In the second edition of Reading with Meaning, Debbie Miller shares her new thinking about comprehension strategy instruction, the gradual release of responsibility instructional model, and planning for student engagement and independence. It has been ten years since the first edition, in which Debbie chronicled a year in her own classroom. Reading with Meaning, Second Edition supports that work and expands her vision of strategy instruction and intentional teaching and learning. Debbie believes that every child deserves at least a full year of growth during each classroom year and offers planning documents with matching assessments to ensure that no child falls through the cracks. The second edition also provides new book recommendations that will engage and delight students, and current picture books for reading aloud and strategy instruction. This new edition reflects Debbie's professional experiences and judgment, her work in classrooms and collaboration with colleagues, and the current research in the field, showcasing her newest, best thinking.
The nineteenth-century sciences cleaved sensory experience into two separate realms: the bodily physics of sensation and the mental activity of perception. This division into two discrete categories was foundational to Victorian physics, physiology, and experimental psychology. As David Sweeney Coombs reveals, however, it was equally important to Victorian novelists, aesthetes, and critics, for whom the distinction between sensation and perception promised the key to understanding literature’s seemingly magical power to conjure up tastes, sights, touches, and sounds from the austere medium of print. In Victorian literature, science, and philosophy, the parallel between reading and perceiving gave rise to momentous debates about description as a mode of knowledge as well as how, and even whether, reading about the world differs from experiencing it firsthand. Examining novels and art criticism by George Eliot, Thomas Hardy, Vernon Lee, and Walter Pater alongside scientific works by Hermann von Helmholtz, William James, and others, this book shows how Victorian literature offers us ways not just to touch but to grapple with the material realities that Clifford Geertz called the "hard surfaces of life."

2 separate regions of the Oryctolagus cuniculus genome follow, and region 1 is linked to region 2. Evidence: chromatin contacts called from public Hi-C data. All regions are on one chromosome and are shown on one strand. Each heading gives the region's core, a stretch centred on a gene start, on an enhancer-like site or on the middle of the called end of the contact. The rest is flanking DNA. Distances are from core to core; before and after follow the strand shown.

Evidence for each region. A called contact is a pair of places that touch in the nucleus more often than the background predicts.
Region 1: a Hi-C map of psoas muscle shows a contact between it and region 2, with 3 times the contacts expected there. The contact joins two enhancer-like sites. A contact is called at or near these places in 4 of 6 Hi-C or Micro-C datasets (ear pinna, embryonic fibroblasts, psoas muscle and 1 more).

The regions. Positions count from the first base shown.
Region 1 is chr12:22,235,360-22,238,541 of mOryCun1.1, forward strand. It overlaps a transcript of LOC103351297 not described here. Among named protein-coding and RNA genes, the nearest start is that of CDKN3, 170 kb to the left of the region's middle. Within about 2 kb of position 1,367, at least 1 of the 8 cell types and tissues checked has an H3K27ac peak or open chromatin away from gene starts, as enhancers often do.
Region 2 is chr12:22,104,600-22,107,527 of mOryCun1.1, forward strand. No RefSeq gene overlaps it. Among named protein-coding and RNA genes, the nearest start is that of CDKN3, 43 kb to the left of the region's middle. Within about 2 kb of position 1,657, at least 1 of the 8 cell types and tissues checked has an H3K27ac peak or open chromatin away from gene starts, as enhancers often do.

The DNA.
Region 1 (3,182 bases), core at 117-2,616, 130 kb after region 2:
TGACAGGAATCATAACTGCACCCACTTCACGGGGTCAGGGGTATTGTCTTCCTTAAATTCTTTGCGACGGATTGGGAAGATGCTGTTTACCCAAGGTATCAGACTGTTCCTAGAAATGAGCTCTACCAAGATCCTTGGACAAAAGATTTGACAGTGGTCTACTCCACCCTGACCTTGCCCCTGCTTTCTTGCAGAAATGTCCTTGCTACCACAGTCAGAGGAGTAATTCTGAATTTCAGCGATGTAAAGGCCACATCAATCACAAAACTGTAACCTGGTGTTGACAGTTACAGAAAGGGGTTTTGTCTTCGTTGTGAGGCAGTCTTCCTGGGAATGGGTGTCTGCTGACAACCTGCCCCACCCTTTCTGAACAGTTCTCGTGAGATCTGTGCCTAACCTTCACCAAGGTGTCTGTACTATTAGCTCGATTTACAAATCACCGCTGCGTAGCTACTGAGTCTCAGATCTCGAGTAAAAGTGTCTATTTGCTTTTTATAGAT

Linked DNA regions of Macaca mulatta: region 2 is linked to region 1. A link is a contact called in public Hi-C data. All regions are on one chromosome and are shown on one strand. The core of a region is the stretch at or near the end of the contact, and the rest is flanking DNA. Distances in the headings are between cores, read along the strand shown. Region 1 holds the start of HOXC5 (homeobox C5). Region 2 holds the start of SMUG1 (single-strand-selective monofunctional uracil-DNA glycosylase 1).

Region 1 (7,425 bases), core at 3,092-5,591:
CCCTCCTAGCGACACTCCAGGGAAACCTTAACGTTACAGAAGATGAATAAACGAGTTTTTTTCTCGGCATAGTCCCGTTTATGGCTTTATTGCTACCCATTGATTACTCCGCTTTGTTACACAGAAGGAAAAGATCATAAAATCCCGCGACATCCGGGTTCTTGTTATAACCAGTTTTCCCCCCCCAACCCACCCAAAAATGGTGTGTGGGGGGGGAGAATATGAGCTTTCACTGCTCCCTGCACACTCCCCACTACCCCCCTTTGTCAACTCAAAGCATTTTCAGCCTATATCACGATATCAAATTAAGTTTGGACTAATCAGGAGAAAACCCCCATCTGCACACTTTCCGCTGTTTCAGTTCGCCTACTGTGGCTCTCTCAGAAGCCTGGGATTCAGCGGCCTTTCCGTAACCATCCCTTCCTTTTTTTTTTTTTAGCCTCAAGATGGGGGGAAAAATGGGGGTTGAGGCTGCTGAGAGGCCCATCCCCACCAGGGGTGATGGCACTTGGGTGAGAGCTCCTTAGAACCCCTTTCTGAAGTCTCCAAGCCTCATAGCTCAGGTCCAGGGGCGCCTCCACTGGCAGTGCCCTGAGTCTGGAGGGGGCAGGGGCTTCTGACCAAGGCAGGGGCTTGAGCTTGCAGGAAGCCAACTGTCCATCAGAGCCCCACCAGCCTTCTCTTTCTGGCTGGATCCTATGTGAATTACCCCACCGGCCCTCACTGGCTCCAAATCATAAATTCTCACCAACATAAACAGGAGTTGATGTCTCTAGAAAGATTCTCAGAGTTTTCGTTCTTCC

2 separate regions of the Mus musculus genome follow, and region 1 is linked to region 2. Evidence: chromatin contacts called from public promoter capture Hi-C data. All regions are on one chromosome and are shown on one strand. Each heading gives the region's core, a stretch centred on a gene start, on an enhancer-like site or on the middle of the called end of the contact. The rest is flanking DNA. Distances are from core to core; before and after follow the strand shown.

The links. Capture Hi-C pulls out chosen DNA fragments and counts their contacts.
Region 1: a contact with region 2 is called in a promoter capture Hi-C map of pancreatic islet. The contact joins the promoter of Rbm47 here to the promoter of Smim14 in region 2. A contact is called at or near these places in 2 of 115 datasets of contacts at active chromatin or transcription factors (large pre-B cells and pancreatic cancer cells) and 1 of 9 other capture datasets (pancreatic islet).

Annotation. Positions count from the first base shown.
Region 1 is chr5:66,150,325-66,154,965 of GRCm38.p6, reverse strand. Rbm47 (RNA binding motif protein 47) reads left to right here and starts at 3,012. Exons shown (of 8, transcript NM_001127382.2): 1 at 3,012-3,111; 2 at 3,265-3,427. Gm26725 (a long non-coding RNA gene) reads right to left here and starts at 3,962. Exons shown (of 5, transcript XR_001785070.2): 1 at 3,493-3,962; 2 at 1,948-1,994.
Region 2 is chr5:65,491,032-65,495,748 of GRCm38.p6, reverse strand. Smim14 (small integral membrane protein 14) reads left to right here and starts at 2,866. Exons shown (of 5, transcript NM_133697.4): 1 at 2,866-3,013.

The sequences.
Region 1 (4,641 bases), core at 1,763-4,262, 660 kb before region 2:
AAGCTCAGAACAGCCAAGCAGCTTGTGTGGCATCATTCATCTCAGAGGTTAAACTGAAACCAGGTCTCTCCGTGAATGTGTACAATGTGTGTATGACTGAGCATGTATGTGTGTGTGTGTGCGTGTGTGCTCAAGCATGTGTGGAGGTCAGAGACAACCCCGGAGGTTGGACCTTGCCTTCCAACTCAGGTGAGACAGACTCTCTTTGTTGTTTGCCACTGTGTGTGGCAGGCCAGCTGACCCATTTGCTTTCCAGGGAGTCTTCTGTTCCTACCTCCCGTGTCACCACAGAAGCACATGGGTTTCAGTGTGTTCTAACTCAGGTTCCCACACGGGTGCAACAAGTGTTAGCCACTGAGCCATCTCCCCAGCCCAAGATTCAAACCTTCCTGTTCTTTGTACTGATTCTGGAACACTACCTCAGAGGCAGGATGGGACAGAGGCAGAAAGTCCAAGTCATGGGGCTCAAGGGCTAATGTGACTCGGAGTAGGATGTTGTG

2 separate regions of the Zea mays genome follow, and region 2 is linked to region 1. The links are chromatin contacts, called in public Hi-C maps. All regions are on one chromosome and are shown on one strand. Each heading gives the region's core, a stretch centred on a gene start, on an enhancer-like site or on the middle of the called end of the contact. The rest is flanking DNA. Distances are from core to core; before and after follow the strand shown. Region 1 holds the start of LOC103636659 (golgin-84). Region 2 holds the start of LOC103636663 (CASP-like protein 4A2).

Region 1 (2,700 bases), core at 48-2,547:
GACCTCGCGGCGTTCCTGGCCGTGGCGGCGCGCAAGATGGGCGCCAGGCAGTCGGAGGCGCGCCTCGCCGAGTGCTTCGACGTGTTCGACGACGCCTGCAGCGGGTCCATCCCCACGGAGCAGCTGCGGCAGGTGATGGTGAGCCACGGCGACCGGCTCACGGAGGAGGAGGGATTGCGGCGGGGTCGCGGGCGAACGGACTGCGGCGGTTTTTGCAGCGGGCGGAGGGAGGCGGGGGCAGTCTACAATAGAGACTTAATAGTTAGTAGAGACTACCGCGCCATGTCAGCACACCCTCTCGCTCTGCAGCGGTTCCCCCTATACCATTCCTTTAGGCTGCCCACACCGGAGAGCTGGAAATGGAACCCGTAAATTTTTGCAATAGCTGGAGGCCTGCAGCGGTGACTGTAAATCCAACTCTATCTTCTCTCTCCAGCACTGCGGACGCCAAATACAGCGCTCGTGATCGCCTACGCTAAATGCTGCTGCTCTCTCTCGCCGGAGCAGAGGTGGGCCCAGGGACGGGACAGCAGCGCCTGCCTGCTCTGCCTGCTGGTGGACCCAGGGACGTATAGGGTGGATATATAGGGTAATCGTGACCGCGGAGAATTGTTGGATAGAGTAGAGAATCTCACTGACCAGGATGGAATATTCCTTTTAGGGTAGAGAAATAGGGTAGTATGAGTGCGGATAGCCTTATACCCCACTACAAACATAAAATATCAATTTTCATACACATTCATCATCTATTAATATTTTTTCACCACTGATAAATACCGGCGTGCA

"Reading with a Difference is a collection of eighteen essays that examines how issues of gender, race, and cultural identity inform texts from the seventeenth century to the present. Together the contributions document recent significant shifts occurring in the theoretical approach to the texts they study and illustrate how shifts in each of these categories affect how the others are viewed." "The first section of this anthology explores the notion that identity - particularly gender identity - is a cultural construct. The essays in the second section consider ways in which race and gender intersect with cultural identity and how encounters between different cultures challenge any identity constructed in isolation." "First published in the journal Criticism, these essays offer no blueprint for reading. Instead they encourage a rereading of canonical texts and a questioning of how these texts face matters of gender, race, and cultural identity; how they respond to the differences and the incongruities within the cultures from which they arise; and to which they speak."--BOOK JACKET.Title Summary field provided by Blackwell North America, Inc. All Rights Reserved
In the words of Aldous Huxley, "Every man who knows how to read has it in his power to magnify himself, to multiply the ways in which he exists, to make his life full, significant and interesting." Few people question the value of reading; in fact, most extol its virtues. As our culture becomes more complex, reading plays an increasingly greater role in satisfying personal needs and in promoting social awareness and growth. In the last 20 years, the teaching of this invaluable skill has focused so intensely on comprehension and prediction from context that it has lost sight of the significance of automaticity and fluency in the word-identification process. Reading is a synthesis of word recognition and comprehension; thus, this text is about these basic processes and their integration. A common plea from teachers today is that research and psychology be translated into teaching behavior. Therefore, the aim of this book is twofold: one, to identify, report, organize, and discuss those bits of data, research and theory that are most relevant to the teacher's understanding of the reading process; and two, to help educators to interpret and apply theory and research data to everyday classroom teaching, as well as to the problems encountered frequently in developmental and remedial teaching.
Increase student reading fluency in 5th grade with this engaging and effective lesson! Through strategic use of Fry's Instant Words, students will both improve reading prosody and build important comprehension skills.
Fluency + Fun = Comprehension! Reading for Every Child: Fluency gives teachers the tools they need to develop fluent readers in the fifth-grade classroom. Incorporating a variety of techniques, including partner reading, repeated reading, choral reading, and readers' theater, this book keeps students motivated as they make the bridge between word recognition and comprehension. This 80-page book is based on Reading First research and includes assessments and rubrics.